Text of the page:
Economist: Falling demand for home purchases


First American Financial Corporation has released First American’s proprietary Potential Home Sales Model (PHSM) for the month of May 2022. The PHSM measures what the healthy level of home sales in the market should be based on economic fundamentals, demographics and the housing market.

“The market potential for existing home sales in May fell 2% to 5.62 million at a seasonally adjusted annual rate (SAAR), compared to last month, and is 10.5% lower than in a year ago,” said Mark Fleming, chief economist at First American. “Yet the market potential for home sales remains 2.5% higher than in May 2019, before the pandemic hit.”

Fleming added: “Demand for home purchases is falling as mortgage rates rise alongside the still strong appreciation in house prices. While a drop in demand can reduce the pace of sales and lead to increased inventory, existing homeowners are less likely to sell their homes as mortgage rates rise,” Fleming said. “Historically, nearly 90% of total inventory is existing home inventory, and existing owners stay put. Increasing the supply of homes for sale is key to slowing house price growth and restoring equilibrium to the housing market.

Chief Economist Analysis: Market potential for existing home sales down 10.5% year-over-year, but still 2.5% above May’s pre-pandemic level 2019

“The time a typical homeowner lives in their home was up 2% from a year ago and 0.4% from a month ago, which was the biggest one-month increase on the other since August 2020 and contributed to a loss of 15,500 potential homes. sales compared to last month,” Fleming said. “As existing owners supply the majority of homes for sale and owners stay put longer, the housing market faces a continued shortage of supply.

Potential home sales in May 2022

  • Potential existing home sales fell to 5.62 million seasonally adjusted annualized rate (SAAR), down 2% month-over-month.
  • This represents a 61.2% increase from the potential market low point reached in February 1993.

“Before the housing crash of 2007, the average lifespan of a person in their home was about five years. In the aftermath of the housing market crisis between 2008 and 2016, the average length of time a person could live in their home rose to around eight years,” Fleming said. “The most recent data shows that the average length of time a person lives in their home hit an all-time high of 10.6 years in May 2022.”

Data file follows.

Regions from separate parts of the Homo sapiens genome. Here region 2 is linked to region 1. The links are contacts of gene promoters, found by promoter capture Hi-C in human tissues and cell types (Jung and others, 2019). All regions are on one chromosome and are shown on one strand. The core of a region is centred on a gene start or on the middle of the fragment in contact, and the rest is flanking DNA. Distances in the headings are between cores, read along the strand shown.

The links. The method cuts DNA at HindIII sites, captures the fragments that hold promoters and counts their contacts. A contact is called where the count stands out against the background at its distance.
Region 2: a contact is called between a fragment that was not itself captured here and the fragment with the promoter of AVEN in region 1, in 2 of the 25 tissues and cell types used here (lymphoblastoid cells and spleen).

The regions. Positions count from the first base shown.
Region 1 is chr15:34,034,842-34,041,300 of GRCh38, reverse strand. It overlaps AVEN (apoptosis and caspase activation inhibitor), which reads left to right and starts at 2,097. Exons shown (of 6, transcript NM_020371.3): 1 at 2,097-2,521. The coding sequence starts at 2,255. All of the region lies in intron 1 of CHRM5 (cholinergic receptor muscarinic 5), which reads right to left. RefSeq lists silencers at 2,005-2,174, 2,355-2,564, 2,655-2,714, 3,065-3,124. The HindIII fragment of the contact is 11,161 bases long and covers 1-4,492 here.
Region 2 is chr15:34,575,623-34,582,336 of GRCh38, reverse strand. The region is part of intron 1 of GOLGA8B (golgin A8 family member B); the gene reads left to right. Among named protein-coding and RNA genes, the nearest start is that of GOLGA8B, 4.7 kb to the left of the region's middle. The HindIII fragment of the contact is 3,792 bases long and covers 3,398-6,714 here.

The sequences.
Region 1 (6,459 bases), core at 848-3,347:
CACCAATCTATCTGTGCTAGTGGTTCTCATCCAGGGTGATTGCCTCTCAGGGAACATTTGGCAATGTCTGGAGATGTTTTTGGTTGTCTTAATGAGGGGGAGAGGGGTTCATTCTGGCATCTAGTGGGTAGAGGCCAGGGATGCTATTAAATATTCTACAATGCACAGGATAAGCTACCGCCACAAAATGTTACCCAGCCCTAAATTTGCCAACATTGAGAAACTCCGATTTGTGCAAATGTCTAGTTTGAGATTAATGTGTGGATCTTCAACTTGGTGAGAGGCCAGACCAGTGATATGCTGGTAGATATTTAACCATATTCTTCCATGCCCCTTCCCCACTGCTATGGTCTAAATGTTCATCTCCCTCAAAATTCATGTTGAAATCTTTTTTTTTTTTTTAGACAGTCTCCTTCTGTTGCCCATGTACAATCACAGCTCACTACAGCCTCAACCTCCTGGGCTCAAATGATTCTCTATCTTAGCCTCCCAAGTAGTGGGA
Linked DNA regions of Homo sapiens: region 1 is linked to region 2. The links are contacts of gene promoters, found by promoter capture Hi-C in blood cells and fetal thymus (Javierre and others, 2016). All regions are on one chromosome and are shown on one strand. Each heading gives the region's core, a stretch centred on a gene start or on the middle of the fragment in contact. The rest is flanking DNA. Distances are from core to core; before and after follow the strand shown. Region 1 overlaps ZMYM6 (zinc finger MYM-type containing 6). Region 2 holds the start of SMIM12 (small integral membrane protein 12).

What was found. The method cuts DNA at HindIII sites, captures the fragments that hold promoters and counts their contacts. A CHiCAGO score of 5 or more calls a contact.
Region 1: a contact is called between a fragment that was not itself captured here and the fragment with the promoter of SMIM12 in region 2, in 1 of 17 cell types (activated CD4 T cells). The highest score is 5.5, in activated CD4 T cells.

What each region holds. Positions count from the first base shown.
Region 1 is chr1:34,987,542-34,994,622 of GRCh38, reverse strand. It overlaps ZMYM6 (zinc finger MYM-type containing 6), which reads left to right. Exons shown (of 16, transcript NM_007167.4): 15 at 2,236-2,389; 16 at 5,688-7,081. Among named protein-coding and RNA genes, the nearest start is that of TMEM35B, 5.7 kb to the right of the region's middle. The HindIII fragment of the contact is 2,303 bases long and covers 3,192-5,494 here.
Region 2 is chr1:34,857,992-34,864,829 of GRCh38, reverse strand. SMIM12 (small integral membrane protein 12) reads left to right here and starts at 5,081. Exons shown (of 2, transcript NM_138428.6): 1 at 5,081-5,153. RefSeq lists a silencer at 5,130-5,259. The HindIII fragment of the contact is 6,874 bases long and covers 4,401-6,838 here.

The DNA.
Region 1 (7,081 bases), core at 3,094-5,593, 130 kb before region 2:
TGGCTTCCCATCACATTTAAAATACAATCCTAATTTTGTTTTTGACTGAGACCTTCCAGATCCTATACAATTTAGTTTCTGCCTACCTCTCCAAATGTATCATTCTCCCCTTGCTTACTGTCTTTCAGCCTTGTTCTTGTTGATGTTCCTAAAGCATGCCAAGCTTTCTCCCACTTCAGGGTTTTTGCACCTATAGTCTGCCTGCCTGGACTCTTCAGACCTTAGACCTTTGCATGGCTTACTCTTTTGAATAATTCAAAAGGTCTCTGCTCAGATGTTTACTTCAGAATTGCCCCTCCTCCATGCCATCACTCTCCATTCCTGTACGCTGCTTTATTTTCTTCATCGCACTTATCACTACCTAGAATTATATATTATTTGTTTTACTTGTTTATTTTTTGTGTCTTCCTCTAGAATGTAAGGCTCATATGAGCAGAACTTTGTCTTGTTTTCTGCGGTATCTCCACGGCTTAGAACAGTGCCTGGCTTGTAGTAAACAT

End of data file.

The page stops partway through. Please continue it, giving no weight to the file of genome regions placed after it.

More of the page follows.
Two trends limiting housing supply and housing market normalization

“Two trends are blocking homeowners, preventing much-needed housing supply from reaching the market and helping to tilt the market towards buyers. Many existing homeowners are stuck with historically low mortgage rates below 3%, and now that rates are rising there is a financial disincentive to sell their home and buy a new home at a higher mortgage rate,” said Fleming. “The golden handcuffs of low mortgage rates prevent more supply from reaching the market.

“Seniors who choose to age in place, rather than downsize or move to another home, further limit housing supply,” Fleming added. A 2019 study by Freddie Mac shows that if adults born between 1931 and 1959 behaved like previous generations, they would have released nearly 1.6 million more homes on the market by 2018,” Fleming said. “As older people continue to choose to age in place, there will be fewer existing homes available for sale. And, since many of these older homeowners are also locked into historically low mortgage rates and sitting on historically high levels of equity, they are more likely to renovate the home they currently own rather than upgrade their home. for sale and to move.

Potential home sales in May 2022

  • The potential market for existing home sales was down 10.5% from a year ago, a loss of 660,395 sales (SAAR).
  • Currently, existing home sales potential is 1,171,000 (SAAR), 17.2% lower than the pre-recession peak in market potential, which occurred in April 2006.
  • Chief Economist Analysis: Market potential for existing home sales down 10.5% year-over-year, but still 2.5% above pre-pandemic level in May 2019.

“A moderation in house price growth will signal that equilibrium is returning to the housing market. Yet increasing the supply of housing is critical to a meaningful moderation in house price appreciation. rising mortgage rates will continue to dampen demand, it will also keep current homeowners locked in their homes,” Fleming said. “You can’t buy what’s not for sale – and existing homeowners have little incentives to relieve supply pressure, which limits the normalization of the housing market.”

The next potential home sales model will be released on July 19, 2022 with June 2022 data.

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